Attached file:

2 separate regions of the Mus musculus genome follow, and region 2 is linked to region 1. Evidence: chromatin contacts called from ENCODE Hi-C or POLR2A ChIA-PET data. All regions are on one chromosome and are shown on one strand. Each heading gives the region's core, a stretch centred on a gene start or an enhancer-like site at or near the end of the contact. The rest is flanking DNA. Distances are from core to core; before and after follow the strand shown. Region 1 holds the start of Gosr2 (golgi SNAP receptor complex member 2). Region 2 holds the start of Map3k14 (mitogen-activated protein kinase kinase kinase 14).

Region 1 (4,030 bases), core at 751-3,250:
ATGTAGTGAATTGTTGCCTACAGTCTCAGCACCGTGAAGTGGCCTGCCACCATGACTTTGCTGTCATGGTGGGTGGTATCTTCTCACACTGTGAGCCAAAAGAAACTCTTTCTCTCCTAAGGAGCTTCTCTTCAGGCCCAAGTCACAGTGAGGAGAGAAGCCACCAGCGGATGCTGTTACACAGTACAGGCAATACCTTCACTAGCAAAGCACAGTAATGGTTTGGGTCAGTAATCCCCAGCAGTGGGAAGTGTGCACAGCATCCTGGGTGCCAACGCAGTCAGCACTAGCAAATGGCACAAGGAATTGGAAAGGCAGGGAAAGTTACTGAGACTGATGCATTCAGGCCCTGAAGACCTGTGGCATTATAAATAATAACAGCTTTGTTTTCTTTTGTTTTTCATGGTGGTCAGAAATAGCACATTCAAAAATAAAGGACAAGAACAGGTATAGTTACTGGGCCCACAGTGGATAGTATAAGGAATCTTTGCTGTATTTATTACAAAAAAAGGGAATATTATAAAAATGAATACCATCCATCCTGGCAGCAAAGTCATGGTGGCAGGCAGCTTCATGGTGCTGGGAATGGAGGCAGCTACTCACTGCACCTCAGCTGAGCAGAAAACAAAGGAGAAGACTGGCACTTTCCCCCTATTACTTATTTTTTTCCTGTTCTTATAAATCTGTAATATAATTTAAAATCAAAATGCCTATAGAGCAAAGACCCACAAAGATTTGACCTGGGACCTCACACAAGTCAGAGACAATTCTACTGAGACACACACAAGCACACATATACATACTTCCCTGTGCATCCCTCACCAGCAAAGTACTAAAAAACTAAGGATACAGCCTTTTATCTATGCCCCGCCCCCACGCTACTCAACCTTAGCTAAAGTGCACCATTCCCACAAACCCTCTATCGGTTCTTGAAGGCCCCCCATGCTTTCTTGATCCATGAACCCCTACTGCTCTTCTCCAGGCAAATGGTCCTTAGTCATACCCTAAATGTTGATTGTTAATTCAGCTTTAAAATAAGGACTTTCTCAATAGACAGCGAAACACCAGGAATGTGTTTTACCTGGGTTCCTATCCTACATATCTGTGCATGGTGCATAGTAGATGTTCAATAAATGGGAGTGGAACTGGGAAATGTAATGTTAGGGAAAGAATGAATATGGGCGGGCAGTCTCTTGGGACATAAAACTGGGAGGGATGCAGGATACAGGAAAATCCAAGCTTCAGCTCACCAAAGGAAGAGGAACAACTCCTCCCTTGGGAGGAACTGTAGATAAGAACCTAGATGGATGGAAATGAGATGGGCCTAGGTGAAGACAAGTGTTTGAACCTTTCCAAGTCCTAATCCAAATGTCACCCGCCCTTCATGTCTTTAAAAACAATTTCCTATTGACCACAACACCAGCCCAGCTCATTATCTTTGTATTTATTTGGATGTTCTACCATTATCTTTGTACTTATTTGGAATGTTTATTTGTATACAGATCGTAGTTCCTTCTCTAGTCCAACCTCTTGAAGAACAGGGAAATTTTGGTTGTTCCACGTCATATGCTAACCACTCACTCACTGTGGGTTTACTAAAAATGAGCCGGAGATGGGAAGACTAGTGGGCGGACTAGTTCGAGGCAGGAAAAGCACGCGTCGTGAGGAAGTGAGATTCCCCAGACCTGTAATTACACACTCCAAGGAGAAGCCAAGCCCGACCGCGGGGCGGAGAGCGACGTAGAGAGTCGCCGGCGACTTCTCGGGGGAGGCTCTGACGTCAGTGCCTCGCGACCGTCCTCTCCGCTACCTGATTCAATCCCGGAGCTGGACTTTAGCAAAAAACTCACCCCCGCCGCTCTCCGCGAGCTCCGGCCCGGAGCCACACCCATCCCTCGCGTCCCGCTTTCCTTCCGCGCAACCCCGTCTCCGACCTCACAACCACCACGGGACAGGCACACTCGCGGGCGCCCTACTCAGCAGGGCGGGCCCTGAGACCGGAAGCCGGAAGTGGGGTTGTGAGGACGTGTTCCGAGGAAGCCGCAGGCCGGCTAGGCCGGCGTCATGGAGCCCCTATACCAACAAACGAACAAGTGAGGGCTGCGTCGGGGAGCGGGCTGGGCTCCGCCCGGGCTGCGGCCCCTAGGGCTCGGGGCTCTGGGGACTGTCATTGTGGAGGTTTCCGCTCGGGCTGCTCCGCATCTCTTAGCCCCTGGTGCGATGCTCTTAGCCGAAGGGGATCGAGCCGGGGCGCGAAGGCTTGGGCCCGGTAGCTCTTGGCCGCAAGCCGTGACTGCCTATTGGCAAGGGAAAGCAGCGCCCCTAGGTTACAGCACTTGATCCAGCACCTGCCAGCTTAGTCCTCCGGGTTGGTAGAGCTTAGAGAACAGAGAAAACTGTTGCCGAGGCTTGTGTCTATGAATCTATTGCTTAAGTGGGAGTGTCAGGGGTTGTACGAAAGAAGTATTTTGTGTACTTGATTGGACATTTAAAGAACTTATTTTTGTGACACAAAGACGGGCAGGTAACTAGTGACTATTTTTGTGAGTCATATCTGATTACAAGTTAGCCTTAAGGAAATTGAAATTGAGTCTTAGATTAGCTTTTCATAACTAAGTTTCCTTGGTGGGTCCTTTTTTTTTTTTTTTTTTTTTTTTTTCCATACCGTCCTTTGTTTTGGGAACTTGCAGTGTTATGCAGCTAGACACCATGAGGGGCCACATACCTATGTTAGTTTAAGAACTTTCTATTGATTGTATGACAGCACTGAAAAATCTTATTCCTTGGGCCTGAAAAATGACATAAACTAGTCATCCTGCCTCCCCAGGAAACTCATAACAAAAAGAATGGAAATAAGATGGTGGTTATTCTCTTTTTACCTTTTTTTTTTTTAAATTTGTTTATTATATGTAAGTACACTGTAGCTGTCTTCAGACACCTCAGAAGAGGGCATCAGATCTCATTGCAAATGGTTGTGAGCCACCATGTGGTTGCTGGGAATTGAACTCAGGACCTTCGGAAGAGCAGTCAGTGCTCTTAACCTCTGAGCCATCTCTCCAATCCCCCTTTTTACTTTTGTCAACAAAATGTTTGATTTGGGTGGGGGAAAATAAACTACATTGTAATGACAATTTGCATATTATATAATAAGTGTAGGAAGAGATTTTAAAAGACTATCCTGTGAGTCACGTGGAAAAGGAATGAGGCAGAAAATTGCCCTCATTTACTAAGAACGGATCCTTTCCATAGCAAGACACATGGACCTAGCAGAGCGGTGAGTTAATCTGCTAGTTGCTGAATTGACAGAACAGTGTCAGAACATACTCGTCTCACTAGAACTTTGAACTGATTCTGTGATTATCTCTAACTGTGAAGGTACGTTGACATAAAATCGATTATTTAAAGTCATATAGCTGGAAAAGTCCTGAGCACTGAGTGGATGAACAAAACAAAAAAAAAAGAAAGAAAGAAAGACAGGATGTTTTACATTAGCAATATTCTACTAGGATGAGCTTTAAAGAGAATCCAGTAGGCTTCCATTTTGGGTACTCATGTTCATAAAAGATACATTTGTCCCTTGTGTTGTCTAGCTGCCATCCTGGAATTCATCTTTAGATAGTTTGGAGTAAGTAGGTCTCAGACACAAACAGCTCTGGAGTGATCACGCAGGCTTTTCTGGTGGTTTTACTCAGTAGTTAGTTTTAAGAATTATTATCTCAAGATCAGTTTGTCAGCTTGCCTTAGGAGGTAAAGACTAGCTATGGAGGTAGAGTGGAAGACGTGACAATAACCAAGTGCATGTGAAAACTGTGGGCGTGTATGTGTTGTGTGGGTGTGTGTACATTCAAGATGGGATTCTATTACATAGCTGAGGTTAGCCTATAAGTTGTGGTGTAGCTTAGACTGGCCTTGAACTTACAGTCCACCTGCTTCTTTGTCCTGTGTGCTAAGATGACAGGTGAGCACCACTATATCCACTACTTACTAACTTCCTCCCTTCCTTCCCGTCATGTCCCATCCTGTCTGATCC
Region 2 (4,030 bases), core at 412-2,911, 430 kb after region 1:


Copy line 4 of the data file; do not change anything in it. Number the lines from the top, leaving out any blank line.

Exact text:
Region 2 (4,030 bases), core at 412-2,911, 430 kb after region 1: